Texas is not only the reigning king of cotton; it’s also home to the oldest working cotton gin in America: the Burton Farmers Gin.
King Burton and Lady B
Photos by Caleb Kerr
Few places hold as much significance in Texas history as Washington County.
It was there, at Washington-on-the-Brazos, that Lorenzo de Zavala and other Texian delegates assembled in 1836 to sign a declaration of independence from Mexico, and establish the Republic of Texas.
For any contemporary Texan enamored by the proud history of this once-republic, a visit to Washington-on-the-Brazos and Independence Hall is as essential a pilgrimage as a visit to the Alamo.
But Washington County is also home to a lesser known vestige of more recent Texas history: the Burton Farmers Gin.
Less than an hour from Washington-on-the-Brazos, and just a few football throws from Brenham, is the small town of Burton. Most people miss it, driving east to Houston or back west to Austin on Highway 290. The speed limit around those parts is now 75 for stretches, so Burton can be a blur out the window, if you’re not looking for it.
Take the time to exit the highway, however, and you’ll drive back into time.
You’ll find a small town, just a few blocks across in each direction with Texas-y street names like Cedar and Brazos and Live Oak. And on Main Street, you’ll find the main attraction: the Burton Farmers Gin, and its proud custodian, the Texas Cotton Gin Museum.
First opened 100 years ago this month, in August 1914, the Burton Farmers Gin is the oldest operating cotton gin in America. At one time, more than 4,000 system gins of its kind operated in Texas alone. Today, the Burton Farmers Gin is the only survivor, and its 125 horsepower Bessemer Type IV oil engine, affectionately known as “Lady B,” is itself likely the only one still working anywhere in the U.S.
These facts have helped earn the Burton Farmers Gin recognition by the Smithsonian Institution; designation as a Texas Historic Landmark and a National Historic Engineering Landmark; and of course, inclusion on the National Register of Historic Places.
The Burton Farmers Gin operated continuously from 1914 until 1974, when it ceased commercial use for good. After producing nearly 52,000 bales of cotton in 60 years, the gin lay neglected among the wildflowers and the weeds for over a decade.
Then, in 1986, a wayward tourist from Ohio named Doug Hutchinson spotted the gin, and snooped around inside. What he discovered was a facility largely in disrepair and disarray, yes, but still home to countless untouched artifacts of engineering, industry, and agriculture. Upstairs in the manager’s office, Doug found all the original records and receipts from the day the gin opened, still stored away, untouched and ready for preservation.
Hutchinson called the Smithsonian Institution, which confirmed he’d found something special. They also advised that if Lady B and the gin machinery could get running again, the Burton gin could claim the title of the oldest operating gin anywhere.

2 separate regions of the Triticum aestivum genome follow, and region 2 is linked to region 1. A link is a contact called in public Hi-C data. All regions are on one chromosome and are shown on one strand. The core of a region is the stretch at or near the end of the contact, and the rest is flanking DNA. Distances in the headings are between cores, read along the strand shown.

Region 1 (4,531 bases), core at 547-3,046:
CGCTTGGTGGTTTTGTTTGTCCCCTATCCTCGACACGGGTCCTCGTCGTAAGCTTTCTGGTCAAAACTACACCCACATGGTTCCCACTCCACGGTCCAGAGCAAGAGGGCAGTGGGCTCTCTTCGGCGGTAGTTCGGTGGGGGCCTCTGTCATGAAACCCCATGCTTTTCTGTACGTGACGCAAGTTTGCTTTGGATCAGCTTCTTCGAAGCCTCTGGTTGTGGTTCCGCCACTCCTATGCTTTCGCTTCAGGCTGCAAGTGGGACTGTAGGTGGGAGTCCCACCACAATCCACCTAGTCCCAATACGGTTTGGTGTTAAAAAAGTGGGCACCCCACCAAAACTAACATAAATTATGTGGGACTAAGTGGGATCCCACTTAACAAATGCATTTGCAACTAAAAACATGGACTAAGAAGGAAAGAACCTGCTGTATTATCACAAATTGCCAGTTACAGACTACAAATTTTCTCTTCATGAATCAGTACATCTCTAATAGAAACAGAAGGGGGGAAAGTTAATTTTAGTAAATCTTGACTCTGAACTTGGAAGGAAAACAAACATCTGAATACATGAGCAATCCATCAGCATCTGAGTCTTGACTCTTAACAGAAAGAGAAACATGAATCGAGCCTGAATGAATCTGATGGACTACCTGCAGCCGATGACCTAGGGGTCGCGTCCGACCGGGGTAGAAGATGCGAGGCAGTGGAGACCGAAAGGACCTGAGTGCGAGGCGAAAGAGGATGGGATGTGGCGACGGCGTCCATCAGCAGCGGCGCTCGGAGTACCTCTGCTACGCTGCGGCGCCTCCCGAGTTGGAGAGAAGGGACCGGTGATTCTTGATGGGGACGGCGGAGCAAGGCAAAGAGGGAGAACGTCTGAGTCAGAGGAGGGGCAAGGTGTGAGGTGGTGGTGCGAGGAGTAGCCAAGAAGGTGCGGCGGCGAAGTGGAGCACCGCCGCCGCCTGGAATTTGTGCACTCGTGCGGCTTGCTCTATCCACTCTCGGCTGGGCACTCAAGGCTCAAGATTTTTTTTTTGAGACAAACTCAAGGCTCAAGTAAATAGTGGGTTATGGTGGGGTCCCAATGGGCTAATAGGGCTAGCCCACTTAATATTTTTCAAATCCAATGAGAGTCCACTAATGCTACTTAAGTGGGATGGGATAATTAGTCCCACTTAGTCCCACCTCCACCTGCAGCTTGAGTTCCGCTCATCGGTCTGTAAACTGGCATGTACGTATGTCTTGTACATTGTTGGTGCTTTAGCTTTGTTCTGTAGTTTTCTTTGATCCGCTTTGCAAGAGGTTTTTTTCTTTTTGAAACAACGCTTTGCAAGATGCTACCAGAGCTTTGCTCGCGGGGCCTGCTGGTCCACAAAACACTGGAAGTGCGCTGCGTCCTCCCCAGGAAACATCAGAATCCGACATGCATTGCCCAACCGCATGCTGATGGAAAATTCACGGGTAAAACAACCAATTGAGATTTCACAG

Thus began Operation Restoration, an effort that spanned four years and exhausted dozens of dedicated volunteers and experts. Once the restoration was complete, Lady B fired up like new, powering the original Lummus Cotton Gin Company gin stands, with their gold leafed logos; the corrugated tin facade was repainted to match its original bright silver; a new roof protected everything from overhead; and most important: raw cotton could enter at one end, and come out ginned and baled on the other.
Today, the Burton Farmers Gin is cared for by the proud Board of Directors and staff of the Texas Cotton Gin Museum, led by Museum Director Linda Russell and her team of volunteers, the Boll Weevils.
When you go to the Texas Cotton Gin Museum, call ahead to make sure Linda is there. With sincere enthusiasm, Linda will teach you everything you can possibly know about cotton production. She'll give you a tour of the gin itself, with insider anecdotes and expert knowledge about day to day life inside the gin. Back inside the excellent Museum (well curated by Mr. Jerry Moore), she’ll hand you cotton bolls and gin saws and drag out cotton sacks, and even gin some cotton in a replica of the original gin, invented by Eli Whitney.
Spend an hour with Linda, and you’ll be humbled with appreciation for the extraordinary physical demands that cotton production made on early American farmers and plantation slaves. This, in turn, will help you appreciate the extraordinary innovations and engineering feats achieved by facilities like the Burton Farmers Gin.
Today, as always, Texas leads the nation in cotton production, exporting more than $1.6 billion in cotton & cottonseed. The Burton Farmers Gin doesn’t influence those statistics, as it just produces a few commemorative bales of cotton each year. To see one of these rare, historic cotton bales made the old school way, consider attending the Burton Cotton Gin Festival in the spring. And in the meantime, consider donating to the Museum, to preserve this Texas treasure for another 100 years to come.
Happy Birthday, Burton Farmers Gin.